No other automobile combinesmankind’s lust for power with engineering and design quite like the Ford Mustang. Surviving longer than most other models in its class, few sports cars are as iconic. For many Americans, the very idea of the American Dream can be summed up withthe sound of a revving 1965 Ford Mustang. And as the American Dream changed, so did the Ford Mustang. Embracing consumers desires for a high-performance automobile that didn't chug gasoline, didn't take up a large amount of space, and wouldn't require continuous self-maintenance, Ford and its Mustang have carved out an untouchable place in the automotive industry, and rule supreme as the King of Sports Cars.
With roots in the illegal modification of mass-produced vehicles by bootleggers and moonshiners to outrun law enforcement during the first half of the 20th Century, hot rodding and modifying mass-produced automobiles became a popular pastime. By the 1950s, drivers and engineers saw what was possible with some modifications to body design and engine power. There was no going back. Since the release of the Oldsmobile Rocket 88 in 1949, arguably the first mass-produced high performance consumer automobile, companies like Ford, Chevy, and Dodge have clamored to outdo each other with the fastest and sleekest sports car they can muster.
With the evolution of automobile engines in the next decade, especially the creation of the small block engine, mechanical fuel injection, and Hemi series of V8 engines. As the nascent "pony" and "muscle" cars were largely imperfect, they experienced extreme variations in handling and performance.
Just as it was taking off, the automobile industry faced resistance from within and around with the high profile accidents that were the result of drag racing high performance automobiles. In the 1955 24 Hours of Le Mans Race, a driver crashed into the spectator viewing area and 84 people were killed.
Fortunately for enthusiasts, the ban was ultimately lifted and the automotive industry again refocused on improving performance while streamlining there designs in a way that allowed the vehicles to perform better than had ever been seen.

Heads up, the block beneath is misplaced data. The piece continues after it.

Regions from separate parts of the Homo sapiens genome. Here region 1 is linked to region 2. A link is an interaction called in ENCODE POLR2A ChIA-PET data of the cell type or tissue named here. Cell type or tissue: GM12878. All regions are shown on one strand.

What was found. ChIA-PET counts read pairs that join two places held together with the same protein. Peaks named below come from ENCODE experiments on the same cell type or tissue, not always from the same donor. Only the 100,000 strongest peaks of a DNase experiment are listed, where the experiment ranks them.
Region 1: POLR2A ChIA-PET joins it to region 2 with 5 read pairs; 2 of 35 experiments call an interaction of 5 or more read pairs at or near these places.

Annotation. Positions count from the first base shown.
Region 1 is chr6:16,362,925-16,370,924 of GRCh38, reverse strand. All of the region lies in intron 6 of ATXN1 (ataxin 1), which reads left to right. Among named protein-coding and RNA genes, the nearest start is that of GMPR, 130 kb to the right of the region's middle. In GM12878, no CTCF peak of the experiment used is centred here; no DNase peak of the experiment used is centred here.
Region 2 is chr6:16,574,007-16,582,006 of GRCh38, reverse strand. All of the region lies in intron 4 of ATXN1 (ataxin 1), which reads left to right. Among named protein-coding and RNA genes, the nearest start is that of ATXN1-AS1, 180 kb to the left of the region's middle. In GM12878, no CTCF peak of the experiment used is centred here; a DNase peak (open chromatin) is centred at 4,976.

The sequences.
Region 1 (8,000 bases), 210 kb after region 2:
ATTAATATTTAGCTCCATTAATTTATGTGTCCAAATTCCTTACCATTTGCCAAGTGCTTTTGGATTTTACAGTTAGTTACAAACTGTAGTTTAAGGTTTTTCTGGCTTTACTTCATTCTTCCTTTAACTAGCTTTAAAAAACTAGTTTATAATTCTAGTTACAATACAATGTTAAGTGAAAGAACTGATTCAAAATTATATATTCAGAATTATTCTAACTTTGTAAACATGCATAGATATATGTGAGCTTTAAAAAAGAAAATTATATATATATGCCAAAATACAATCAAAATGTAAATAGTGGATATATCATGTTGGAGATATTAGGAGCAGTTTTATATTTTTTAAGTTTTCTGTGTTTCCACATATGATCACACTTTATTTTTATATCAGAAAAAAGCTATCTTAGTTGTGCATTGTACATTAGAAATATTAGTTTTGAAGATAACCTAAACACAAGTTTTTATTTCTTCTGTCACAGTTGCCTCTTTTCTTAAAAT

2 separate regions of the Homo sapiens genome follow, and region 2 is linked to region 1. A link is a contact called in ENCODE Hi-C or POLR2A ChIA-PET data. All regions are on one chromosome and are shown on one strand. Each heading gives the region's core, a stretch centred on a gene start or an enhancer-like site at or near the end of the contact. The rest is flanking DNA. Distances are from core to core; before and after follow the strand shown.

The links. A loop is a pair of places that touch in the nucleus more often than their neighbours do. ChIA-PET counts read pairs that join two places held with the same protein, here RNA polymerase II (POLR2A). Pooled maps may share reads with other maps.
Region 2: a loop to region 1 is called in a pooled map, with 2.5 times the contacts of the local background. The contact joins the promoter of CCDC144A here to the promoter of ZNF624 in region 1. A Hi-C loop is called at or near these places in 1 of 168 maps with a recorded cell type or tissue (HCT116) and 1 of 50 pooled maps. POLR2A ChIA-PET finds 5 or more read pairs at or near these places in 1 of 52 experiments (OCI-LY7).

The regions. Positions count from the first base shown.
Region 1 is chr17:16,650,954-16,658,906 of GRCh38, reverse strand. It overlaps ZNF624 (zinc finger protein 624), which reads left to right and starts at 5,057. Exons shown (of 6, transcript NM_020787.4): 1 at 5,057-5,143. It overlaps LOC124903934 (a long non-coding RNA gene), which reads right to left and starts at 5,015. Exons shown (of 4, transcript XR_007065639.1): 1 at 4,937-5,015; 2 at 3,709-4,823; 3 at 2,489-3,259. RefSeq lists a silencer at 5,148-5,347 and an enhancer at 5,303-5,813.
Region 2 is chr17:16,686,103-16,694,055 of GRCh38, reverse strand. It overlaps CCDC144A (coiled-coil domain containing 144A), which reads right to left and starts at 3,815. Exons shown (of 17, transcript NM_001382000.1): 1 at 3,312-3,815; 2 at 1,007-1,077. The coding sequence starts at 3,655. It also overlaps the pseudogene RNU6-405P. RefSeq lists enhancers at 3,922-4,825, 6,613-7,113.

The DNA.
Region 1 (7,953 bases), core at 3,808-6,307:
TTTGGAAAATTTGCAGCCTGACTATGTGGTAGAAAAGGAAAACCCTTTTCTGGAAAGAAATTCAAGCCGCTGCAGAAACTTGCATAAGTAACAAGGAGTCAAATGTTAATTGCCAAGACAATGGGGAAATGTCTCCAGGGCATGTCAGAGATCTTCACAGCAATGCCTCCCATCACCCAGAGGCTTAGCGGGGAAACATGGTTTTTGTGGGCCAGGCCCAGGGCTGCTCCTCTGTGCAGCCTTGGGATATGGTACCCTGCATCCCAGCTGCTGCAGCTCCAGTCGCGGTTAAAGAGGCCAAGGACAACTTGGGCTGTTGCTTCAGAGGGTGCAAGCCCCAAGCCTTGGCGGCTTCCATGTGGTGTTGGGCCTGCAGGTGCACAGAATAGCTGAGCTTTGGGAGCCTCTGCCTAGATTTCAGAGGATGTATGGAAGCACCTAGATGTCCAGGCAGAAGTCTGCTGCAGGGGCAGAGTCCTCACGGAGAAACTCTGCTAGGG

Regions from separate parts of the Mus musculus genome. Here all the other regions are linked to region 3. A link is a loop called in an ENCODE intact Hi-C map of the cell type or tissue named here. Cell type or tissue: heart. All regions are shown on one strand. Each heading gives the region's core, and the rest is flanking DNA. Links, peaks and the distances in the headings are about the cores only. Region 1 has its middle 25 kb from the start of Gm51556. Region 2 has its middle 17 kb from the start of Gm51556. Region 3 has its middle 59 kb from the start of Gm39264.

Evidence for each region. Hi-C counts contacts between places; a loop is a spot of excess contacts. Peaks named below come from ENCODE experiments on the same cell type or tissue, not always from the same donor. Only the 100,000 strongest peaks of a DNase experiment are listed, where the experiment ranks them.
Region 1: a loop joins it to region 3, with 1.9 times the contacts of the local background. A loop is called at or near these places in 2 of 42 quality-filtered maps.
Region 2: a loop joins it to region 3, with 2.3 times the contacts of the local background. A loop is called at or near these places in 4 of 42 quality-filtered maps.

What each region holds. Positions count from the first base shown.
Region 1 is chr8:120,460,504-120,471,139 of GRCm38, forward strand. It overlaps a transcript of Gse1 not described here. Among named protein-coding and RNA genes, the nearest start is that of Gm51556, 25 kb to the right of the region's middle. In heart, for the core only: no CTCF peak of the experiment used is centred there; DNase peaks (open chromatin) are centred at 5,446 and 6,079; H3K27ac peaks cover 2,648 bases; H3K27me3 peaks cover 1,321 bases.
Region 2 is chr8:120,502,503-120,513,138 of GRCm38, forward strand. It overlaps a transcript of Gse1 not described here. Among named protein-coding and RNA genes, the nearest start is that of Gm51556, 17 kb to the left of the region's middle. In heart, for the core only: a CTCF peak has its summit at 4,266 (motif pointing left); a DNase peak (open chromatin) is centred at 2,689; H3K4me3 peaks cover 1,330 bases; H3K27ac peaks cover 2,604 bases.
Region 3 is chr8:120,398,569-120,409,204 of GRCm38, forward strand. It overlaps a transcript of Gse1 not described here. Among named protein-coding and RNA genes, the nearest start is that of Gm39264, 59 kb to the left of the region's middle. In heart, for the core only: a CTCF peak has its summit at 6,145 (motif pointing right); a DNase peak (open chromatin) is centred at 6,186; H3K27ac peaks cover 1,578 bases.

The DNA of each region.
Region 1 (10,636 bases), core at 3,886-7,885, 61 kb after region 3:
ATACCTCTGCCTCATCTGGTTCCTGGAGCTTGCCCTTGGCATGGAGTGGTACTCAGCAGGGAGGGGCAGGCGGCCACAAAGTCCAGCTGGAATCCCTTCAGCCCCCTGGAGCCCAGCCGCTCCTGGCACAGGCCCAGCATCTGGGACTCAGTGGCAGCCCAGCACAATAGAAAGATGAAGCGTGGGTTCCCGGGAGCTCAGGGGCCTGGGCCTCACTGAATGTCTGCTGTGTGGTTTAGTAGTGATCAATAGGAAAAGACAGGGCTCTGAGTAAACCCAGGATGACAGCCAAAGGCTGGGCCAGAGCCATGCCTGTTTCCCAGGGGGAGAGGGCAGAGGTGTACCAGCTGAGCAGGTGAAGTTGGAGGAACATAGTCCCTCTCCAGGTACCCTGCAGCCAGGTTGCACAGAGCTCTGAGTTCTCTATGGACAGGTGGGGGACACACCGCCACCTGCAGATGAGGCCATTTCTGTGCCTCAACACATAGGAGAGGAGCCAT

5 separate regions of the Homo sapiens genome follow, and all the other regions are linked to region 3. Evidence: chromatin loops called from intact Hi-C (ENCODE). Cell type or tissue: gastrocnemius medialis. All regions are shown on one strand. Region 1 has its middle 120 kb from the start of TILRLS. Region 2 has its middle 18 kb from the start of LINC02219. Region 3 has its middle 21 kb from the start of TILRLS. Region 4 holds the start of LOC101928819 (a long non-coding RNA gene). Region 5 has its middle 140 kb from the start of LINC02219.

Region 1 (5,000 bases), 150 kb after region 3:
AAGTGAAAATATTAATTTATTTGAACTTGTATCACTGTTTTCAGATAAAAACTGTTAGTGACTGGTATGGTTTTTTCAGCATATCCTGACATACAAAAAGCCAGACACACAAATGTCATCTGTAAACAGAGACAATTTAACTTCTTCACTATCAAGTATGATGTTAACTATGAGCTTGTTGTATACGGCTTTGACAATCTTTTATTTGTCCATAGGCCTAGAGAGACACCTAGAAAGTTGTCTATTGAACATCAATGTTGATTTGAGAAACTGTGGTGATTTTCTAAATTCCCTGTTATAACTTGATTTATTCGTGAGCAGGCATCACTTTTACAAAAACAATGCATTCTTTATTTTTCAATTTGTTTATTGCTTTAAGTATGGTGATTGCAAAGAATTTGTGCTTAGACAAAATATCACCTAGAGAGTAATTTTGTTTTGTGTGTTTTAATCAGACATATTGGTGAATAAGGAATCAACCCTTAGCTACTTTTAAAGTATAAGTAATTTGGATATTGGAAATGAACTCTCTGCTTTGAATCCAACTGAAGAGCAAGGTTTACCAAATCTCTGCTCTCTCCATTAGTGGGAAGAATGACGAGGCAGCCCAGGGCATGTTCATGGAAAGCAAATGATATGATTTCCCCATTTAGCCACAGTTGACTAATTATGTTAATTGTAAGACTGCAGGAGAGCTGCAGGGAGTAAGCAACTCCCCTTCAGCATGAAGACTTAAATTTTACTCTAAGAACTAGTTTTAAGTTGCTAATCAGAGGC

Manufacturers like Pontiac, Chevy, and Ford responded to the need for reliable high performance vehicles with the creation of several sports cars that would combine street legal restrictions with modifiable performance packages and equipment so that racing enthusiasts would be happy. These so called “pony cars” would offer highly stylized coupe designs with extra-long hoods and shorter decks than traditional consumer models.
With the popularity of the four-seat sedan, the compact car had been losing popularity for years leading up to the creation of the Mustang. Led by the visionary energy of Lee Iacocca, the quest for a new sports car was commenced in 1962. Designers like Eugene Bordinat and Phillip T. Clark had presented low-riding and affordable sports car designs for years, and ultimately led the first design sessions for the Mustang. Roy Lunn led the actual building of the first Mustang prototype, and helped to flesh out the original design. The original design was retooled once more for the original Mustang II, still in prototype mode. While influenced largely by a committee of designers and engineers, the look of the first generation of Mustangs was ultimately created by David Ash.